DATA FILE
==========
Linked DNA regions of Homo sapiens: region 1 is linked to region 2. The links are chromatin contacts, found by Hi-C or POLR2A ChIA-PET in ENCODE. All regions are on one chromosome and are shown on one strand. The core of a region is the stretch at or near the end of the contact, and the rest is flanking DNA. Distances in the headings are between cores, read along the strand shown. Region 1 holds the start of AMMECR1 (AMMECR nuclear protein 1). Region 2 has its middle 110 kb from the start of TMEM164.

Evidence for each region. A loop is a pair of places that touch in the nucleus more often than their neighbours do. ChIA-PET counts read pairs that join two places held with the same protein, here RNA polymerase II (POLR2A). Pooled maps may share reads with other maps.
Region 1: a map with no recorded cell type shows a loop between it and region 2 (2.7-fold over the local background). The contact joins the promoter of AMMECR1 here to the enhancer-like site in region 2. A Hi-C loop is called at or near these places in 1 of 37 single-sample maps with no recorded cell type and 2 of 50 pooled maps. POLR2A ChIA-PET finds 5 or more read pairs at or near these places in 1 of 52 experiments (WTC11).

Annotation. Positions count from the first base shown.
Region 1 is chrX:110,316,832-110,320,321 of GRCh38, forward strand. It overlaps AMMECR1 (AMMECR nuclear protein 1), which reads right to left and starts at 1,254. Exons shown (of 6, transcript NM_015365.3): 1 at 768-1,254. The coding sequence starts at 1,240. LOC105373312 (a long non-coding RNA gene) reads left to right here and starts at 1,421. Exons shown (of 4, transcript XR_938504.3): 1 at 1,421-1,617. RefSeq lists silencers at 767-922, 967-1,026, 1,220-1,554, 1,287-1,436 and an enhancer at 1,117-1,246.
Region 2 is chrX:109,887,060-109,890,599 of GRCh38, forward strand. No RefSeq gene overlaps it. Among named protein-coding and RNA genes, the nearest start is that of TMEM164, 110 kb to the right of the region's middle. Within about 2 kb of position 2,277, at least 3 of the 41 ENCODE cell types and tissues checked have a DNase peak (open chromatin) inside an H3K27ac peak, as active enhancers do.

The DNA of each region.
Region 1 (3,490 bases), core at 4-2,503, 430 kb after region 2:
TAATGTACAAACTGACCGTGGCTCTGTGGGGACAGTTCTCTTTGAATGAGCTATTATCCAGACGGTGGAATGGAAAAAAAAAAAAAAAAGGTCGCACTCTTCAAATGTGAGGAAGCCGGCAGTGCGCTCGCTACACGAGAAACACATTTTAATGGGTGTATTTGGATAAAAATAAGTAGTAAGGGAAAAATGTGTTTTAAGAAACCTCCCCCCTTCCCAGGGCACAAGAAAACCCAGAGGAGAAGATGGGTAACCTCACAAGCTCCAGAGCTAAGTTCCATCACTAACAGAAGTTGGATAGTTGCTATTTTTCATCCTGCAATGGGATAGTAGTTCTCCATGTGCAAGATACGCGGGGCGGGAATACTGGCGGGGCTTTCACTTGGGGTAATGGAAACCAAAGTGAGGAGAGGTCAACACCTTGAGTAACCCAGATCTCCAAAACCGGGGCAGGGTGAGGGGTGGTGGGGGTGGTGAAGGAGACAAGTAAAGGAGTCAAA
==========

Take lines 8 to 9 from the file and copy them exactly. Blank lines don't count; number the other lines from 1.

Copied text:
Region 1 (3,490 bases), core at 4-2,503, 430 kb after region 2:
TAATGTACAAACTGACCGTGGCTCTGTGGGGACAGTTCTCTTTGAATGAGCTATTATCCAGACGGTGGAATGGAAAAAAAAAAAAAAAAGGTCGCACTCTTCAAATGTGAGGAAGCCGGCAGTGCGCTCGCTACACGAGAAACACATTTTAATGGGTGTATTTGGATAAAAATAAGTAGTAAGGGAAAAATGTGTTTTAAGAAACCTCCCCCCTTCCCAGGGCACAAGAAAACCCAGAGGAGAAGATGGGTAACCTCACAAGCTCCAGAGCTAAGTTCCATCACTAACAGAAGTTGGATAGTTGCTATTTTTCATCCTGCAATGGGATAGTAGTTCTCCATGTGCAAGATACGCGGGGCGGGAATACTGGCGGGGCTTTCACTTGGGGTAATGGAAACCAAAGTGAGGAGAGGTCAACACCTTGAGTAACCCAGATCTCCAAAACCGGGGCAGGGTGAGGGGTGGTGGGGGTGGTGAAGGAGACAAGTAAAGGAGTCAAA